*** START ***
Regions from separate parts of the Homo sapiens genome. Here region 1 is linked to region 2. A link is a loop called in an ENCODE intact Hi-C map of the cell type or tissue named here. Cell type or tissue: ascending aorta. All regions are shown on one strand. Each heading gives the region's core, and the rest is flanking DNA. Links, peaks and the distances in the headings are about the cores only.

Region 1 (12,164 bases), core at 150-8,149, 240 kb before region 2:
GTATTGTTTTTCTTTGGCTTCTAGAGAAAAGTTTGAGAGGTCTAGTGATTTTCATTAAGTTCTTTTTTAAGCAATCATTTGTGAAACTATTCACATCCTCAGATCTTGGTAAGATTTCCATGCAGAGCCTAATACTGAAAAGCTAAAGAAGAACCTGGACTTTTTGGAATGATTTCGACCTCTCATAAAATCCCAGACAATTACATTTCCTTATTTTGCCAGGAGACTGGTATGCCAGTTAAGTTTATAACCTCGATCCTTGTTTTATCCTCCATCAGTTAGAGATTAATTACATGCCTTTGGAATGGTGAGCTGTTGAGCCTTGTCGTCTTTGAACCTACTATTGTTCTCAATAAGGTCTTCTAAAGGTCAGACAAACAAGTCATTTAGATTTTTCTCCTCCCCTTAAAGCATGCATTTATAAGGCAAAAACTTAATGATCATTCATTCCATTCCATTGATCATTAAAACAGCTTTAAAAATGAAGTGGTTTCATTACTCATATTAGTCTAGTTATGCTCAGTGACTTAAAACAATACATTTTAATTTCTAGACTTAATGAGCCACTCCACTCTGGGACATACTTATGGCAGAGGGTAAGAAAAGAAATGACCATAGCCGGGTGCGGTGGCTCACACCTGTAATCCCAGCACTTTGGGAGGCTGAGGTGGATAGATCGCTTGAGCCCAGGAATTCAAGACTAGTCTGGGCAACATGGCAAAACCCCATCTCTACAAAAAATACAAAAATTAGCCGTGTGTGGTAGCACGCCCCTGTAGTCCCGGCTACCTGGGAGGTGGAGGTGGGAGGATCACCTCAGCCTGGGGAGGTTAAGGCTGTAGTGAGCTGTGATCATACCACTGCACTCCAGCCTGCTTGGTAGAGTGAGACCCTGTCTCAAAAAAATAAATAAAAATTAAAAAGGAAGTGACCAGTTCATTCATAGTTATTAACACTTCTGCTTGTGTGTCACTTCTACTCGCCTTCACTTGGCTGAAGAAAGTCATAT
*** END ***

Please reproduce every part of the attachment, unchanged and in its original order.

Regions from separate parts of the Homo sapiens genome. Here region 1 is linked to region 2. A link is a loop called in an ENCODE intact Hi-C map of the cell type or tissue named here. Cell type or tissue: ascending aorta. All regions are shown on one strand. Each heading gives the region's core, and the rest is flanking DNA. Links, peaks and the distances in the headings are about the cores only.

Region 1 (12,164 bases), core at 150-8,149, 240 kb before region 2:
GTATTGTTTTTCTTTGGCTTCTAGAGAAAAGTTTGAGAGGTCTAGTGATTTTCATTAAGTTCTTTTTTAAGCAATCATTTGTGAAACTATTCACATCCTCAGATCTTGGTAAGATTTCCATGCAGAGCCTAATACTGAAAAGCTAAAGAAGAACCTGGACTTTTTGGAATGATTTCGACCTCTCATAAAATCCCAGACAATTACATTTCCTTATTTTGCCAGGAGACTGGTATGCCAGTTAAGTTTATAACCTCGATCCTTGTTTTATCCTCCATCAGTTAGAGATTAATTACATGCCTTTGGAATGGTGAGCTGTTGAGCCTTGTCGTCTTTGAACCTACTATTGTTCTCAATAAGGTCTTCTAAAGGTCAGACAAACAAGTCATTTAGATTTTTCTCCTCCCCTTAAAGCATGCATTTATAAGGCAAAAACTTAATGATCATTCATTCCATTCCATTGATCATTAAAACAGCTTTAAAAATGAAGTGGTTTCATTACTCATATTAGTCTAGTTATGCTCAGTGACTTAAAACAATACATTTTAATTTCTAGACTTAATGAGCCACTCCACTCTGGGACATACTTATGGCAGAGGGTAAGAAAAGAAATGACCATAGCCGGGTGCGGTGGCTCACACCTGTAATCCCAGCACTTTGGGAGGCTGAGGTGGATAGATCGCTTGAGCCCAGGAATTCAAGACTAGTCTGGGCAACATGGCAAAACCCCATCTCTACAAAAAATACAAAAATTAGCCGTGTGTGGTAGCACGCCCCTGTAGTCCCGGCTACCTGGGAGGTGGAGGTGGGAGGATCACCTCAGCCTGGGGAGGTTAAGGCTGTAGTGAGCTGTGATCATACCACTGCACTCCAGCCTGCTTGGTAGAGTGAGACCCTGTCTCAAAAAAATAAATAAAAATTAAAAAGGAAGTGACCAGTTCATTCATAGTTATTAACACTTCTGCTTGTGTGTCACTTCTACTCGCCTTCACTTGGCTGAAGAAAGTCATAT